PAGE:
Familiar perennials mix with hardy fuchsias and unusual trees and shrubs such as the winter-blooming paper bush (Edgeworthia chrysantha) and the European spindle tree (Euonymus europeaus). The paper bush has fragrant, pale yellow flowers in February, and large, soft leaves; the foliage of the spindle tree resembles a dogwood and it has showy pink berries in autumn. LeVasseur credits her friend, garden designer Ben Hammontree, with sharing good ideas and introducing her to prize plants. It probably doesn't hurt, either, that she is past president of the Northwest Horticultural Society and continues as an active board member. "I like to do all the work myself," says LeVasseur of her neatly kept garden. "I go in spells when I work on it."

spacer Photo
A jug fish (made from a gallon milk jug) LeVasseur found at the Indianola General Store floats in an undrilled pot in a shady corner of the garden. Keeping careful watch over the fish is a rusty metal heron made by Rella Schaefer, purchased from the Schaefer Gallery in Eatonville.
spacer
Though the unfriendly old fence is long gone, the garden is now shielded from the street by several gnarly apple trees and a spreading rhododendron, all original to the garden. She added the surprise of a hardy banana tree (Musa basjoo), surrounding it with colorful asters, dahlias and ornamental grasses to tie its exotic looks in with the more traditional plantings.

In the back garden, a raised, south-facing deck off the kitchen provides a sunny spot to sit and sip morning coffee. Plants prevail here, too, for the railing appears to have been swallowed up by the curly tendrils and glossy green leaves of a passion vine. Its intricate white, purple and green flowers spangle the deck railing all summer long, each so perfect that it looks more like a painting than a living thing. More roses, hardy geraniums and the perennial sunflower Helianthus 'Lemon Queen' bloom in the beds beside the deck. A hedge of nandina growing atop a low rock wall, jointly planned and paid for with her neighbor, provides privacy on the deck that LeVasseur says "feels just like a resort it is so warm and quiet out here."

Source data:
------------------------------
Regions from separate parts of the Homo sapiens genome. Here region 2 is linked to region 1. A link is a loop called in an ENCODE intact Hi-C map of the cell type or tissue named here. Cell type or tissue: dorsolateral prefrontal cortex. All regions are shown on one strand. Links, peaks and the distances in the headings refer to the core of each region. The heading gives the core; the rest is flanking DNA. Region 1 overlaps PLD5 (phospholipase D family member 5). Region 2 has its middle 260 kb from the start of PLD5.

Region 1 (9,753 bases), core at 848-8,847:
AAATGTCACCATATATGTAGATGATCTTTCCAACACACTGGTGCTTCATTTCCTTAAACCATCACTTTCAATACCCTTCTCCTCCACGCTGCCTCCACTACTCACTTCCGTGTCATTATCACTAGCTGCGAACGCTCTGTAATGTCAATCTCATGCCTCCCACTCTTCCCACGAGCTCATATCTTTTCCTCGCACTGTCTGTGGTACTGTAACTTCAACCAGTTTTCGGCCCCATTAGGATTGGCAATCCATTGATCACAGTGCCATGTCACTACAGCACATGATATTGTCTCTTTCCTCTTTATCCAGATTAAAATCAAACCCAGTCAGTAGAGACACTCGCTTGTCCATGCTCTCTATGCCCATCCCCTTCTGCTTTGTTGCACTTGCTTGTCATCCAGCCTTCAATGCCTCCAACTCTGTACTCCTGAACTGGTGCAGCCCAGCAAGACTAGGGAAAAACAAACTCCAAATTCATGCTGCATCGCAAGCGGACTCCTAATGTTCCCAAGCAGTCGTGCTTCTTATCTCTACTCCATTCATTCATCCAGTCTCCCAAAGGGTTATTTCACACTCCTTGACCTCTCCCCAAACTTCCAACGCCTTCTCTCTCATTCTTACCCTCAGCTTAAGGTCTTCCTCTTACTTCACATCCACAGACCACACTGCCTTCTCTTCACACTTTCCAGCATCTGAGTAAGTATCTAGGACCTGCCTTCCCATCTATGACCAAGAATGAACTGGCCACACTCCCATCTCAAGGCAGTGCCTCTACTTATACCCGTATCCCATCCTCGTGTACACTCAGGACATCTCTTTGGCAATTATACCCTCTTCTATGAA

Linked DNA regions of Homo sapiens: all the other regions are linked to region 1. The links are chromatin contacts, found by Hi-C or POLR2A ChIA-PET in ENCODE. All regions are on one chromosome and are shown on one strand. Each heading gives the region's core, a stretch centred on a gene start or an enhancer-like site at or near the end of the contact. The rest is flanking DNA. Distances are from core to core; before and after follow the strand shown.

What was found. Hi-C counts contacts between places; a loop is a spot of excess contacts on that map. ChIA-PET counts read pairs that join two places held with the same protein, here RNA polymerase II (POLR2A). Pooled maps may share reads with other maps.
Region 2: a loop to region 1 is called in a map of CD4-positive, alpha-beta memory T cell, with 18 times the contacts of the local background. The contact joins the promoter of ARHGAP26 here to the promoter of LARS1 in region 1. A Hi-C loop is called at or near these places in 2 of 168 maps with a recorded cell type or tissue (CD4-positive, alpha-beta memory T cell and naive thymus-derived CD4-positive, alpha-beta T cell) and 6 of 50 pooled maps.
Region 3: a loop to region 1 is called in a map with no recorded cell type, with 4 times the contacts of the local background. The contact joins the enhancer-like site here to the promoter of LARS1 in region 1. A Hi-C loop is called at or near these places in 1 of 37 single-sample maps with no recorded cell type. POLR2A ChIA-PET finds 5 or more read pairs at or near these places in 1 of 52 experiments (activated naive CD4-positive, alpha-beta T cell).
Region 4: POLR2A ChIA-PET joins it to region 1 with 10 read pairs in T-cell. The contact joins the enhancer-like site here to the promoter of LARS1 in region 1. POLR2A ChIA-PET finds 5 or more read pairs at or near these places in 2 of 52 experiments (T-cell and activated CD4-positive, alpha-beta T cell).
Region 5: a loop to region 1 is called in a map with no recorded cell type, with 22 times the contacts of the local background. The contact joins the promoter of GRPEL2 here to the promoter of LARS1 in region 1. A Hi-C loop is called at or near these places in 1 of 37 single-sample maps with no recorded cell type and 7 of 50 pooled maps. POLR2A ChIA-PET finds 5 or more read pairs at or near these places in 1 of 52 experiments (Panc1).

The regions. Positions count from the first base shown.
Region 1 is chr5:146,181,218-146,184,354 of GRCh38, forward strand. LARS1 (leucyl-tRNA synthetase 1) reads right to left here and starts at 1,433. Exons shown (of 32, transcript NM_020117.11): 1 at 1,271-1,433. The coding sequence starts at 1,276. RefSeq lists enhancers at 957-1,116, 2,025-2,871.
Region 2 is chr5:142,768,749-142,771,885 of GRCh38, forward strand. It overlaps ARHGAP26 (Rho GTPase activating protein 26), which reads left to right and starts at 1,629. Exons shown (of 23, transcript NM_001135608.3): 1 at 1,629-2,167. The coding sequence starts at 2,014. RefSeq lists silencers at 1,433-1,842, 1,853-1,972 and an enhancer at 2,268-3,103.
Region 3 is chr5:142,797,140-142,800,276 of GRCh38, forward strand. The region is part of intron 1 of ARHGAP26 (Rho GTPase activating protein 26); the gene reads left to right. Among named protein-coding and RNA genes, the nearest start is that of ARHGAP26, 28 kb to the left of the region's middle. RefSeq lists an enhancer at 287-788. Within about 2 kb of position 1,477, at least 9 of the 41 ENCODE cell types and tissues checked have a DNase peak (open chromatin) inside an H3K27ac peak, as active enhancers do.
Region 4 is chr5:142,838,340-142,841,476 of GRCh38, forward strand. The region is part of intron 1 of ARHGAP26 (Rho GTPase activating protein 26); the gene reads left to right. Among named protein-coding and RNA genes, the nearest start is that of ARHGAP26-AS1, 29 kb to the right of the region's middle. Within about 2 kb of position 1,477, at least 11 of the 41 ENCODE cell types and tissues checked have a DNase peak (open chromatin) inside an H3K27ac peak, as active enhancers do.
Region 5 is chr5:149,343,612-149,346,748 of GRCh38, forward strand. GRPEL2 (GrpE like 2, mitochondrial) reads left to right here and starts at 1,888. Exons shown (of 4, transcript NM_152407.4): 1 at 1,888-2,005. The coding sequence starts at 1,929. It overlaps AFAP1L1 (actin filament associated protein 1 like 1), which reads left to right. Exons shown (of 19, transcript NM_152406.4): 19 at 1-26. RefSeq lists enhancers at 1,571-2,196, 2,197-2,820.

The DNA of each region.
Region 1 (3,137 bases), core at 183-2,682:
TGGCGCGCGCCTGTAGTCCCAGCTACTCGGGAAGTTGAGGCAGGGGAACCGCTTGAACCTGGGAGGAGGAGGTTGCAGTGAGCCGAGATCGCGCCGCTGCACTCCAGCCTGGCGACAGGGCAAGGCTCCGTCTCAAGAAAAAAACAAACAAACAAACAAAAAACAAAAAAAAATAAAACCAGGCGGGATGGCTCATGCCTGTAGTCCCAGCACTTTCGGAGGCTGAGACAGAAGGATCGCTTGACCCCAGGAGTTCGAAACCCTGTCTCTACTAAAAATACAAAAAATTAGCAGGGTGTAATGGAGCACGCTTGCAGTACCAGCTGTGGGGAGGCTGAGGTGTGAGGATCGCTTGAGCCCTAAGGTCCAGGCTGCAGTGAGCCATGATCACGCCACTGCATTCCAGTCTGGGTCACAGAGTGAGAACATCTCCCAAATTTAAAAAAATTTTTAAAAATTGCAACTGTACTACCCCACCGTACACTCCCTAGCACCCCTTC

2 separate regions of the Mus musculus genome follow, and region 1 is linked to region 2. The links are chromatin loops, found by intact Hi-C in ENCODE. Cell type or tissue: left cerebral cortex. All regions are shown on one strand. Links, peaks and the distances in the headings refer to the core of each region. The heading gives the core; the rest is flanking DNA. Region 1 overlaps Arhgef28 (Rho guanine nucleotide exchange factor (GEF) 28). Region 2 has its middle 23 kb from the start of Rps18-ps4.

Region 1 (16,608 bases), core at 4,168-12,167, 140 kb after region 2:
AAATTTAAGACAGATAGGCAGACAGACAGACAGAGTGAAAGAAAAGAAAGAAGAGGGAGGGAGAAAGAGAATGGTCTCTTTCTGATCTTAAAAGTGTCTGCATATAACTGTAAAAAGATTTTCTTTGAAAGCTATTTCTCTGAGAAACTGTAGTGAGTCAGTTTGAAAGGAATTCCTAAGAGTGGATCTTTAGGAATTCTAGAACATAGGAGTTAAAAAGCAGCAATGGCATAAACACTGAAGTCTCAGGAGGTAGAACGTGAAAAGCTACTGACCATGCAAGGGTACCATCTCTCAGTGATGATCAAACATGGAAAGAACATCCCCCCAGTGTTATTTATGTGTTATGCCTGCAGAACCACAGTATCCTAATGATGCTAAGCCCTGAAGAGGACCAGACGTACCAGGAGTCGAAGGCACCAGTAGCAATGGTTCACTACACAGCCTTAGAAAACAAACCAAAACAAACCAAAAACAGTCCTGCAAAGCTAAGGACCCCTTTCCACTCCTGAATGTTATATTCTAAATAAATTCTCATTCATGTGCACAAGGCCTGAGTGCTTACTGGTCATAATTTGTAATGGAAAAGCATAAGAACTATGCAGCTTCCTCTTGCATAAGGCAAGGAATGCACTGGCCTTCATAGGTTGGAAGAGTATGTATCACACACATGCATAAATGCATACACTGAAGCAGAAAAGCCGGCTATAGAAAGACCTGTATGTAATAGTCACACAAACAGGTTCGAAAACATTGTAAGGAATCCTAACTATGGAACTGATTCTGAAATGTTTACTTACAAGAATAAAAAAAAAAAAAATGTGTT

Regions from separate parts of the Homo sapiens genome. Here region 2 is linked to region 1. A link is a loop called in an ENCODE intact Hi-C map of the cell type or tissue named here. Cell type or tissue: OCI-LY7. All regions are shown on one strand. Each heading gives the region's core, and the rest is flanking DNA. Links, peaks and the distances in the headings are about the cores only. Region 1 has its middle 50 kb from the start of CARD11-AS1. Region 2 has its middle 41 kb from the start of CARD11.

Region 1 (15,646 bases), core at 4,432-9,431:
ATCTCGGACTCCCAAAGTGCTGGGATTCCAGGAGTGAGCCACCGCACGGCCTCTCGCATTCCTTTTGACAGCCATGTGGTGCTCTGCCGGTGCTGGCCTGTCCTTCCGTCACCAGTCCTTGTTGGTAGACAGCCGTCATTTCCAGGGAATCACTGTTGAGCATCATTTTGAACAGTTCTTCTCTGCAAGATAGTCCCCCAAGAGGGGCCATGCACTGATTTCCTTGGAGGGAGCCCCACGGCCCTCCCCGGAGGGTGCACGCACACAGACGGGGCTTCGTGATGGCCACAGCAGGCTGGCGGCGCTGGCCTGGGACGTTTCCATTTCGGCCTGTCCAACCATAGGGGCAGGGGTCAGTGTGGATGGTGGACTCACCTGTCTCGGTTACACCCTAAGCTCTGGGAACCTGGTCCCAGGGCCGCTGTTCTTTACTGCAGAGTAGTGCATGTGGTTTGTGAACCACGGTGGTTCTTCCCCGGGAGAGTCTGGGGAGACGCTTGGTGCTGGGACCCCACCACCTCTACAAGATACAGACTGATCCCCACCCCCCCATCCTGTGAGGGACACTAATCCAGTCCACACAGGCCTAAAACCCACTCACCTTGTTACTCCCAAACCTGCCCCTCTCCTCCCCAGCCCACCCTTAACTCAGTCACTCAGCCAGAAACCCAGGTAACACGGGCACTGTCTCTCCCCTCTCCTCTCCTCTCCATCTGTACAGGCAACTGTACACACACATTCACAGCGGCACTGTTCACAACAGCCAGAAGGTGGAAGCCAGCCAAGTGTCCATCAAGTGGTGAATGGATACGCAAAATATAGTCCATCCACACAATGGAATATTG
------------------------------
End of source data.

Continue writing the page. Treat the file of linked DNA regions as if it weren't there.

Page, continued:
Phinney Tour

Eight private gardens in Ann LeVasseur's neighborhood will be open as part of the Phinney Neighborhood Association's 2nd Annual Garden Tour on Sunday, Sept. 8, from 11 a.m. to 4 p.m. (LeVasseur's garden was on the debut tour last year.) Each is a small, urban garden featuring space-enhancing ideas such as making level changes gracefully, using birch trees for privacy, and stacking bird houses to create a rustic aviary condo. Tickets are $5, and are available in advance from neighborhood nurseries Fremont Gardens (4001 Leary Way) and Piriformis (1051 N. 35th St.). On the day of the tour, tickets will be sold at the Phinney Neighborhood Center, 6532 Phinney Ave. N. The tour will also raffle off what every small, urban garden needs: 1,000 pounds of zoo doo. For information, call 206-783-2244.

Valerie Easton is manager at the Miller Horticultural Library. Her book, "Plant Life: Growing a Garden in the Pacific Northwest" (Sasquatch Books, 2002) is an updated selection of her magazine columns. Her e-mail address is vjeaston@aol.com. Mike Siegel is a Seattle Times photographer.


Cover Story Plant Life Northwest Living Taste Now & Then

Pacific NW Magazine home
seattletimes.com home
spacer
Copyright © 2002 The Seattle Times Company